• I’m teaching a weekend class (Jan - May 2021) at Unicode Research on Advanced Statistics based on notes from the amazing Cosma Shalizi (videos on YouTube)
  • I delivered a talk on probabilistic programming to the Flatiron Computational Biology Group
  • I’m co-organizing the NYU AI School 2021
  • I’m attending the Nordic Probabilistic AI School, 2021
  • I’ve been accepted to the ML Summer School, Taipei, 2021
  • My internship research “Open Domain Trending Hashtag Recommendation for Videos” with Adobe Research was accepted at the International Symposium for Multimedia, 2021

2019 - 2020

  • I’m a Data Science Research Intern at Adobe Research from May - Dec 2020 working on Trending Hashtag Recommendation for long-form Videos with Dr. Somdeb Sarkhel and Dr. Vishy Swaminathan
  • I delivered a talk on Graph Neural Networks and another on Interpretable ML to the BFS Reading Group at the NYU Courant Institute; presenting both at Unicode Research as well
  • I was a panelist at the NYU AI School 2020 on their ‘Careers Panel’
  • I participated in my first podcast discussing CERN, higher-education, and more with some fantastic students from my alma mater
  • I’m grateful to have received the IRIS-HEP Fellowship, 2019
  • I launched a collaborative research group expanding a student club that I co-founded in 2017 to train student-software engineers a la Google Summer of Code (DJ Unicode) towards pursuing academic research – Unicode Research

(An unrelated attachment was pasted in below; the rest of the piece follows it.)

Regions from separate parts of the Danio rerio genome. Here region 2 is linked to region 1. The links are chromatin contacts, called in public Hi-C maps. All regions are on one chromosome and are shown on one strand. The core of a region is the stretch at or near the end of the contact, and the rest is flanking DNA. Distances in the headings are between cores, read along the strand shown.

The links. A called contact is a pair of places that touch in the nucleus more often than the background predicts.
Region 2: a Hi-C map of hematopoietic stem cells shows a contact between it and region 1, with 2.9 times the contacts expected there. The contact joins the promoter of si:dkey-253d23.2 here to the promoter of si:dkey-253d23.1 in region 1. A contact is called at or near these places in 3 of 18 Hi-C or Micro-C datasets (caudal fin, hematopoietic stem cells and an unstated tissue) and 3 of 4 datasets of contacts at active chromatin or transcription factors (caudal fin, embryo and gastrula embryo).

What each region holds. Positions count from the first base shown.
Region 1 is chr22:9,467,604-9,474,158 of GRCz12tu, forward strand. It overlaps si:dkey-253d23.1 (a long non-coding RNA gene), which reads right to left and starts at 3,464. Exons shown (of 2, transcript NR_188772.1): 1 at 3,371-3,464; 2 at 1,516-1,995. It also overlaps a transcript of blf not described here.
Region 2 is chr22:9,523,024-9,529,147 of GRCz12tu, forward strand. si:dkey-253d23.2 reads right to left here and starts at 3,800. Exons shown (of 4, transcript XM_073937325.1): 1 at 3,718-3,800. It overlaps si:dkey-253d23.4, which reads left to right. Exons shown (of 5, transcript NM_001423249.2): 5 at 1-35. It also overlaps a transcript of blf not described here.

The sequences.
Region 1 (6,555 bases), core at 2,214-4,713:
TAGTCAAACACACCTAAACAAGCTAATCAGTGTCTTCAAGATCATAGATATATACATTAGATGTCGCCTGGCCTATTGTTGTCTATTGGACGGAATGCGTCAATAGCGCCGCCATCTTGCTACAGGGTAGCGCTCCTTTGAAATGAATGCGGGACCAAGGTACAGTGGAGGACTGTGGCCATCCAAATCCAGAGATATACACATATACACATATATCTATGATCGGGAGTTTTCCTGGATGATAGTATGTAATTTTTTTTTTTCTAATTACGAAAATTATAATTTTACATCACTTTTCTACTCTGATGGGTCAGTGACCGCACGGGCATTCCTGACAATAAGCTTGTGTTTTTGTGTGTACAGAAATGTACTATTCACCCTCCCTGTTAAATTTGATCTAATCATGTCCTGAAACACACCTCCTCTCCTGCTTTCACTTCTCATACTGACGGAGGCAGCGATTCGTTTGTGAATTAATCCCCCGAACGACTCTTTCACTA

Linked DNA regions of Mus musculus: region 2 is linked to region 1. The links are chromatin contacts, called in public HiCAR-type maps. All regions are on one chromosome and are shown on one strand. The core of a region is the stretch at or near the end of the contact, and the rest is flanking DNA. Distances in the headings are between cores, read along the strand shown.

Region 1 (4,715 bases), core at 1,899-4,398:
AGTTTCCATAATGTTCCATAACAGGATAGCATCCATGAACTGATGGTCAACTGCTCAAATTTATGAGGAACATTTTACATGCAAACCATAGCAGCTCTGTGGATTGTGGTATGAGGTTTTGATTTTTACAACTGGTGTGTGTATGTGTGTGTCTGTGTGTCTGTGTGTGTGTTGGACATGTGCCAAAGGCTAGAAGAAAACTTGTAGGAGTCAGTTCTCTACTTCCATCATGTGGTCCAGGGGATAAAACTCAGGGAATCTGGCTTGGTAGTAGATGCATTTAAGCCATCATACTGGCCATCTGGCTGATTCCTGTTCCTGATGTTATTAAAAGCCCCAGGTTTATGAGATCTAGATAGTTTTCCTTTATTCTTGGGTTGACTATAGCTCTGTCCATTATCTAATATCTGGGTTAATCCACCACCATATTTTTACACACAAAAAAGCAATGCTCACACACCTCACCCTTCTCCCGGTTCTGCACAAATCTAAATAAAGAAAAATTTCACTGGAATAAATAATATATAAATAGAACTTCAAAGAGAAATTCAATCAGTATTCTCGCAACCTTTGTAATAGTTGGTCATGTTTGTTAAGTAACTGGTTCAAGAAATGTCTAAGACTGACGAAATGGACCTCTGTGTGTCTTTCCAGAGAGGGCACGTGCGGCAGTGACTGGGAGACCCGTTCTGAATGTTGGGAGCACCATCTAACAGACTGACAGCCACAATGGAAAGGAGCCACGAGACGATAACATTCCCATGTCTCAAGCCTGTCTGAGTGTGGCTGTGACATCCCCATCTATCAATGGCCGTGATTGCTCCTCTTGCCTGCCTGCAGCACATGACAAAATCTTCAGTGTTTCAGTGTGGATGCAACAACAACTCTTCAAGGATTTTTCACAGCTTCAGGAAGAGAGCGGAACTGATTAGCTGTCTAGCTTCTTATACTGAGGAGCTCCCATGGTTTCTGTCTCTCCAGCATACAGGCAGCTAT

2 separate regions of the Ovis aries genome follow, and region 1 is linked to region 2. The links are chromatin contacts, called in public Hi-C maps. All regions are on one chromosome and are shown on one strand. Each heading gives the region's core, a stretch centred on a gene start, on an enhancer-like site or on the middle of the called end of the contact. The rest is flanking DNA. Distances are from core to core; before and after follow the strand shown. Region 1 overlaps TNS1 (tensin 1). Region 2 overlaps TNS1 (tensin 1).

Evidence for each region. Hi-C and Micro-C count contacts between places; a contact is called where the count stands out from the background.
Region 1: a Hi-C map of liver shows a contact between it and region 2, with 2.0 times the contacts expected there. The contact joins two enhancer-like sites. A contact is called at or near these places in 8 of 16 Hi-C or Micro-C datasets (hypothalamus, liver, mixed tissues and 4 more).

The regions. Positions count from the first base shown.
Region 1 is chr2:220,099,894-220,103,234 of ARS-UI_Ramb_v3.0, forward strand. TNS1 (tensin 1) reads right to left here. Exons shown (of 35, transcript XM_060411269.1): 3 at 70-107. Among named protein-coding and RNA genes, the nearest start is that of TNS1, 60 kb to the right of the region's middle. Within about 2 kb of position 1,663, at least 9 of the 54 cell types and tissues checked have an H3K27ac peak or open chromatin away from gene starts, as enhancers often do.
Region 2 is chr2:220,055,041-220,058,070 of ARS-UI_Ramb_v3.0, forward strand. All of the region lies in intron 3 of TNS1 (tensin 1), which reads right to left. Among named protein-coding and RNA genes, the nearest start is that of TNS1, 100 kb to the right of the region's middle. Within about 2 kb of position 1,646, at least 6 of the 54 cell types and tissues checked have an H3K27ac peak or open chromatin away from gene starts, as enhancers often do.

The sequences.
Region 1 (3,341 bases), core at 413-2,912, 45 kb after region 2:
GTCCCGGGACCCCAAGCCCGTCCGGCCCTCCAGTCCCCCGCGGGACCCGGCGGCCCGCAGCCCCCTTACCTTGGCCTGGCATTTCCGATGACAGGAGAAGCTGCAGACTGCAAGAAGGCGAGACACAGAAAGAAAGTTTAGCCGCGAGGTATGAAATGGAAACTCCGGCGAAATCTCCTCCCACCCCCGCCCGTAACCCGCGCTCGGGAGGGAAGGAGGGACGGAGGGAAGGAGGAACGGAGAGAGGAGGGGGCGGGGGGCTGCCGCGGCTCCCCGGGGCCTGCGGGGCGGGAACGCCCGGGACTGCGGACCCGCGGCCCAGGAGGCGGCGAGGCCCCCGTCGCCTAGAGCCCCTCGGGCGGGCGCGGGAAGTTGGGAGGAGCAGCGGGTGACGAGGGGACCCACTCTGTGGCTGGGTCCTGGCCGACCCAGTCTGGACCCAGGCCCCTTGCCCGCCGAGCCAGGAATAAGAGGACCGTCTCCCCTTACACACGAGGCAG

• I’m attending the Deep Learning and Reinforcement Learning Summer School in Canada where I received a full travel scholarship, 2019
  • I’ve been accepted to the DeepMind/Transylvanian ML Summer School with a travel scholarship, 2019
  • I’ve been accepted to the Berlin Mathematical Summer School, 2019
  • I’ve been invited to present our work on DeepJet at the Nvidia GPU Tech Conference, 2019
  • I’ve been accepted to the UC Berkeley Deep Learning for Science School with a travel scholarship, 2019

2018: CERN Technical Student

  • I won the Google Cloud Award at the Deep Learning Indaba for our work on ML x Particle Physics using DeepJet
  • I was selected as one of the youngest attendees and presented DeepJet at the ML Summer School, Madrid
  • I placed 2nd in the CodaLab Challenge at the ML for High-energy Physics School organised by Yandex at Oxford University
  • I was one of the youngest finalists for the $150,000 Reliance Dhirubhai Scholarship for pursuing an MBA degree at Stanford University (declined)